In other efforts to boost the skills of Florida’s labor force, the State is investing in training college graduates in STEM fields to become teachers, and encourages them to share that knowledge by becoming an educator.

“Funds from Florida’s Race to the Top award have expedited efforts already underway to better prepare students for college and careers,” said Brenda Crouch, Program Manager for the FloridaLearns STEM Scholars Program.”  It is a win for Florida’s economic future.

Students chosen to participate in the program are paired with mentors and receive intensive hands-on experiences with STEM professionals, rigorous courses during the school year, and opportunities to collaborate with other advanced students. Pam Stewart, Florida’s Commissioner of Education, said that the State had seen a 49 percent enrollment increase in accelerated STEM courses and STEM career academies since 2009. In some rural counties, students received industry certifications for the first time in 2013. More than 1,000 high school students have participated in the STEM Scholars program since 2012. Roderick Robinson, who mentors students in the program in Franklin County, said watching his students’ interest in STEM grow has been a “phenomenal experience.” Prior to the STEM program, many of his students were unfamiliar with STEM careers. After participating in the program, however, Robinson estimates that 95 percent of his students are now interested in STEM majors.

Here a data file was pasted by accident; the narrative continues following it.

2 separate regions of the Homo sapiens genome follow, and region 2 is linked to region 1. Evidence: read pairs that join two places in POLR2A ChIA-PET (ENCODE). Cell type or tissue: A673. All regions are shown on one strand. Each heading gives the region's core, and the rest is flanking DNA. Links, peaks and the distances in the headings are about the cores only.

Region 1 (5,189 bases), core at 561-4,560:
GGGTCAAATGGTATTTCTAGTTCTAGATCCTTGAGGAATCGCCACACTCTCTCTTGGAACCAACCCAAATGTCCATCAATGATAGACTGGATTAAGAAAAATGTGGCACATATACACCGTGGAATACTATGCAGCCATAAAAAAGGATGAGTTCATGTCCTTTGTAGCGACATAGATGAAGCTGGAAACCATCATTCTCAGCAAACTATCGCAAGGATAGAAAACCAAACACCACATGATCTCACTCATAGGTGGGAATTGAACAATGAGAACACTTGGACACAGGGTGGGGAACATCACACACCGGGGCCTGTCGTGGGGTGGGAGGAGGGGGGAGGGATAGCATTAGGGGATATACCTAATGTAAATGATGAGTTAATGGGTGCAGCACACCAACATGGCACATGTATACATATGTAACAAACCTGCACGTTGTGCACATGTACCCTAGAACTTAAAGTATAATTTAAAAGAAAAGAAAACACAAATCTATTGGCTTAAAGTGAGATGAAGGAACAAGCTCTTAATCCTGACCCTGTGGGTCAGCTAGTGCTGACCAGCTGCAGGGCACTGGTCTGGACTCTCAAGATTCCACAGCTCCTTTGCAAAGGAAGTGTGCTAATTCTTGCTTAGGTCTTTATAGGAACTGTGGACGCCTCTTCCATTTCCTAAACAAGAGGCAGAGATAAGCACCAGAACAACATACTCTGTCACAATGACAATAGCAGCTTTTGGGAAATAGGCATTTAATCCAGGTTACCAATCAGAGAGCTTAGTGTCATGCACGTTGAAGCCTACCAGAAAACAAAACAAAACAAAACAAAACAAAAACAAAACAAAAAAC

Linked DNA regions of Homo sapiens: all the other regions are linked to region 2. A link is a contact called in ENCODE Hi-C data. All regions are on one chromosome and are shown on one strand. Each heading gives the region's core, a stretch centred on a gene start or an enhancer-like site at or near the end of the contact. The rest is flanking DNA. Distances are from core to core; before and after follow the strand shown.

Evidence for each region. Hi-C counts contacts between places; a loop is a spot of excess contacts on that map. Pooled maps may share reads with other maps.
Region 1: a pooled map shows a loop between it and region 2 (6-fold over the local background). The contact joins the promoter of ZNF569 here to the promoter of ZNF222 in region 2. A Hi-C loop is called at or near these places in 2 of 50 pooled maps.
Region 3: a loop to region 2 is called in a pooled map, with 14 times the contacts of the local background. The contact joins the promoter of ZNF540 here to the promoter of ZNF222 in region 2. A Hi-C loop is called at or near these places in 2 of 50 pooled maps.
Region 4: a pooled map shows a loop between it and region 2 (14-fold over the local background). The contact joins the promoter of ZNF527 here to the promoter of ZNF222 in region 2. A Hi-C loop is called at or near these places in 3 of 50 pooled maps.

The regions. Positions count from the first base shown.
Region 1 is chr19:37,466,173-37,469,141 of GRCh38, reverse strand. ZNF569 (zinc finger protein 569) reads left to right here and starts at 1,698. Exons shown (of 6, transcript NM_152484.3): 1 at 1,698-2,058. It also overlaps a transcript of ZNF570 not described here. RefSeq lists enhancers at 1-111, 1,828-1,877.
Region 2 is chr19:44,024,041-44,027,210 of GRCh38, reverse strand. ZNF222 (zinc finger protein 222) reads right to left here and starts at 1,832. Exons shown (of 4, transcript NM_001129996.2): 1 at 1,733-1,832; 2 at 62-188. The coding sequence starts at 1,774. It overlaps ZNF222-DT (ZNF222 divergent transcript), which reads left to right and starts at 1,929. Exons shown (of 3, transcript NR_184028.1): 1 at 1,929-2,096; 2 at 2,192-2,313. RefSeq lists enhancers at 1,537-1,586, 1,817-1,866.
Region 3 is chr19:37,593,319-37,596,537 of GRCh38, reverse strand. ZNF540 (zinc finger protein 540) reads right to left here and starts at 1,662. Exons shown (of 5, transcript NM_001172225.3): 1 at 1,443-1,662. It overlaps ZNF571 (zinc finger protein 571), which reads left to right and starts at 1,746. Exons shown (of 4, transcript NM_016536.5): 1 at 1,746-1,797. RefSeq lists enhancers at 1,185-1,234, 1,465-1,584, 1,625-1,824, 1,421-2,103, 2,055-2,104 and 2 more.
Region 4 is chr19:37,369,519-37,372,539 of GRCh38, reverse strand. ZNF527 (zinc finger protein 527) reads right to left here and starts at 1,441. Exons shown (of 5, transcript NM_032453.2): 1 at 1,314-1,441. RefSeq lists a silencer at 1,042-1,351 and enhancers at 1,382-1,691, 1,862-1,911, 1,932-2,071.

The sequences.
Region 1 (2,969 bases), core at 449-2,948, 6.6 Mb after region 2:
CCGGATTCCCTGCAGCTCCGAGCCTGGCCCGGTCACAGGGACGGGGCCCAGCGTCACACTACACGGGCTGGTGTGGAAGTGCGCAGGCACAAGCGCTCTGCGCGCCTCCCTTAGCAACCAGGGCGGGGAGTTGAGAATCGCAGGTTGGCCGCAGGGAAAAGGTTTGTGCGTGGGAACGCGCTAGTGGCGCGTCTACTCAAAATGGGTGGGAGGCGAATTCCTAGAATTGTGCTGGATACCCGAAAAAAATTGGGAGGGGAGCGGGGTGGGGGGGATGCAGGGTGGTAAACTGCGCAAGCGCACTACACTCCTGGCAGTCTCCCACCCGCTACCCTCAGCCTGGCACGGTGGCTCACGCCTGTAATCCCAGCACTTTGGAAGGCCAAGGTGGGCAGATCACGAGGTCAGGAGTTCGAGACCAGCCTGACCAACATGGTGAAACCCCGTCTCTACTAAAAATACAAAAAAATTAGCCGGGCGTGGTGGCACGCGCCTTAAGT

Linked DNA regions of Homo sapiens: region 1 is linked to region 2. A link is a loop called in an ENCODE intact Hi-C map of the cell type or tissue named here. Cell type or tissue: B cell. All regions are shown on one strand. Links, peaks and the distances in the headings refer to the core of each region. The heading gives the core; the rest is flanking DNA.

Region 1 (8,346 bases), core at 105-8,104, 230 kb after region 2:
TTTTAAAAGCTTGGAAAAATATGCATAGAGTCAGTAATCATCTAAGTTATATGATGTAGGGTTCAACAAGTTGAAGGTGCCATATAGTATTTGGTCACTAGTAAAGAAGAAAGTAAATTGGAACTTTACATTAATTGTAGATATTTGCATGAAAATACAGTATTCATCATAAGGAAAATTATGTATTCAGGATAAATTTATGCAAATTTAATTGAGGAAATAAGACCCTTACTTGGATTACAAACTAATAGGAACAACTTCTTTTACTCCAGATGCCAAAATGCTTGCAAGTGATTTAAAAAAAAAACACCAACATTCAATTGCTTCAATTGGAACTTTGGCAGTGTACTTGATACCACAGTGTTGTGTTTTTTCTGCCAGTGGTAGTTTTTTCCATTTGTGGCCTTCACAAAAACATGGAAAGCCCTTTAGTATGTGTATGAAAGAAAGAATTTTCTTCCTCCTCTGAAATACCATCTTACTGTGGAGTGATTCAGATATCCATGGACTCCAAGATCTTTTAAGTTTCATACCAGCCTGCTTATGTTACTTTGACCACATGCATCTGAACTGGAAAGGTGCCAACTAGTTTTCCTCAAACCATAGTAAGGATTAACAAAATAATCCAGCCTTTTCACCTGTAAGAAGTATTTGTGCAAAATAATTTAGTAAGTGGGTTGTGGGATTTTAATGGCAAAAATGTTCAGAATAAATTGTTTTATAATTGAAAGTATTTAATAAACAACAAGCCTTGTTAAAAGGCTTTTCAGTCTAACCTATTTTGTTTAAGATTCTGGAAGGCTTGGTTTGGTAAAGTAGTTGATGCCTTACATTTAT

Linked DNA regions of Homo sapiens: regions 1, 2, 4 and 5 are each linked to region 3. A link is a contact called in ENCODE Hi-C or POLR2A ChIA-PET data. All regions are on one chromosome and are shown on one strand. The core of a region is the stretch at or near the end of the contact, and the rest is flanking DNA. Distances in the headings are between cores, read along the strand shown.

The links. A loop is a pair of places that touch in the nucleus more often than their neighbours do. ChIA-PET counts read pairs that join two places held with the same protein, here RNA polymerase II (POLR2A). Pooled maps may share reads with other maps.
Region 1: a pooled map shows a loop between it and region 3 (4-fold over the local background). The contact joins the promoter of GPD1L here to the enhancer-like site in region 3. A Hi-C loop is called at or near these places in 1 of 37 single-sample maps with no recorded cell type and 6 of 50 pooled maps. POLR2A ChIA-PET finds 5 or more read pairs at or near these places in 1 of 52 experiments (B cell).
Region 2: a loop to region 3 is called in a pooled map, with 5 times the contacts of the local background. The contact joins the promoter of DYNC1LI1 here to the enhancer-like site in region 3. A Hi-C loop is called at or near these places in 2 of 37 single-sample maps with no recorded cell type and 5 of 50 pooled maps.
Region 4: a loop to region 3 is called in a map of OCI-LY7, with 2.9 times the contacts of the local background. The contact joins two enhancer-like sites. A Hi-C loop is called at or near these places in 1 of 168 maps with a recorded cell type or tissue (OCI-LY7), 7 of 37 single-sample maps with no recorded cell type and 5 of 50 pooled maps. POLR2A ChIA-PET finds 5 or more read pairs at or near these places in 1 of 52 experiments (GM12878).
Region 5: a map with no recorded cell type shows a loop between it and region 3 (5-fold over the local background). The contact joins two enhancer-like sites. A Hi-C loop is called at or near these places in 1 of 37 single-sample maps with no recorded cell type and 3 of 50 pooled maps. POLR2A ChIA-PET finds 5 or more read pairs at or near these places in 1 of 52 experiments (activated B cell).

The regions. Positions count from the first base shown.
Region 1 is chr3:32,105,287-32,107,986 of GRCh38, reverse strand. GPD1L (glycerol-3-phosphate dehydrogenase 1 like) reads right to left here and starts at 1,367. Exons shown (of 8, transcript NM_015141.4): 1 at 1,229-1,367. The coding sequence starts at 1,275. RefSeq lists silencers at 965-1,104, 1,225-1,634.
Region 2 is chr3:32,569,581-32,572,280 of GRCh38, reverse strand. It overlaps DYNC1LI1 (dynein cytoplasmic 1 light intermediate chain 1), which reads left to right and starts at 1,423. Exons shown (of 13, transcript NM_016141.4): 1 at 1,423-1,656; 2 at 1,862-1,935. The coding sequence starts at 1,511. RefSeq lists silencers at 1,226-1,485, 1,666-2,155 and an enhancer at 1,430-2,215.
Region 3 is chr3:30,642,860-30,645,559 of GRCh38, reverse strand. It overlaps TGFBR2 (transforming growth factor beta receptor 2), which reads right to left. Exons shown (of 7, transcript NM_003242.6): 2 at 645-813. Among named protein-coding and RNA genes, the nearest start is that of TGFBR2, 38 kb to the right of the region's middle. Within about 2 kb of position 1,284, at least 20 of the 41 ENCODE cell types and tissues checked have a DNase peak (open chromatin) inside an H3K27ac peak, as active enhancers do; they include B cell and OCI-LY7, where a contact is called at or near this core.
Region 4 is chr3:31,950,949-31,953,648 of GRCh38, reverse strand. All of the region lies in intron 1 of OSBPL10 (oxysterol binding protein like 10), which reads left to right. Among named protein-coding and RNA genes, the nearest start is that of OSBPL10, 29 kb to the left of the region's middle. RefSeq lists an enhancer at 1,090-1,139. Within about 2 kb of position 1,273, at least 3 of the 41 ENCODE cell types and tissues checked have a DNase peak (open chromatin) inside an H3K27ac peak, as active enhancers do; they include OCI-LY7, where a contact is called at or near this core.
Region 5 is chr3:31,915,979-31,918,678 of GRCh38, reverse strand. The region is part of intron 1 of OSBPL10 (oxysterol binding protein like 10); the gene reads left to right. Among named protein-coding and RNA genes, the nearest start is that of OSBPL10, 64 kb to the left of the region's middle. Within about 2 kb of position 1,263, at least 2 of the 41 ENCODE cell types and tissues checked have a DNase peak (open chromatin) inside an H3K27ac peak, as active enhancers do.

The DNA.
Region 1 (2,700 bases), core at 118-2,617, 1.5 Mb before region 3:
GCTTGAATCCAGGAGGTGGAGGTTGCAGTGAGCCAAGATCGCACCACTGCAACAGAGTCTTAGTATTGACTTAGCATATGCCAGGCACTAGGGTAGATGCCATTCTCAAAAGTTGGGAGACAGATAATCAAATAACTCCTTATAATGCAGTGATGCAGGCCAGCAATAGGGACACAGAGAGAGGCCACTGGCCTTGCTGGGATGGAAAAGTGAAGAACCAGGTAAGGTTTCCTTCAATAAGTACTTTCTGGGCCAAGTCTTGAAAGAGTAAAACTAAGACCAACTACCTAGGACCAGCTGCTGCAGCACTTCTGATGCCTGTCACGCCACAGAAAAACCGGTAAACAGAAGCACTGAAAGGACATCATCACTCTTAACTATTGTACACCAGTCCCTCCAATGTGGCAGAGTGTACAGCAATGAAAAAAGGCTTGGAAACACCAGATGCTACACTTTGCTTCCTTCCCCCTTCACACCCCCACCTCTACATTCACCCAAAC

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7 Myths About the FAFSA and Applying for Financial Aid


I’m currently a junior in college, which means the 2014-15 Free Application for Federal Student Aid (FAFSASM) will be the last time I complete the FAFSA. However, my sister is going to be starting college in the fall and will be filling out the FAFSA for the first time. Luckily for her, she’ll have me to help her along the way.

Looking back to the first time I completed the FAFSA, I remember some misconceptions that I had about filling it out —and some of my friends had the same ones. Turns out these myths weren’t true. The FAFSA really is an easy-to-complete, online application that will help you plan for and finance your education.

I wanted to share some of these common myths about the FAFSA and applying for financial aid with you. You can also check out Federal Student Aid’s video that addresses these common myths!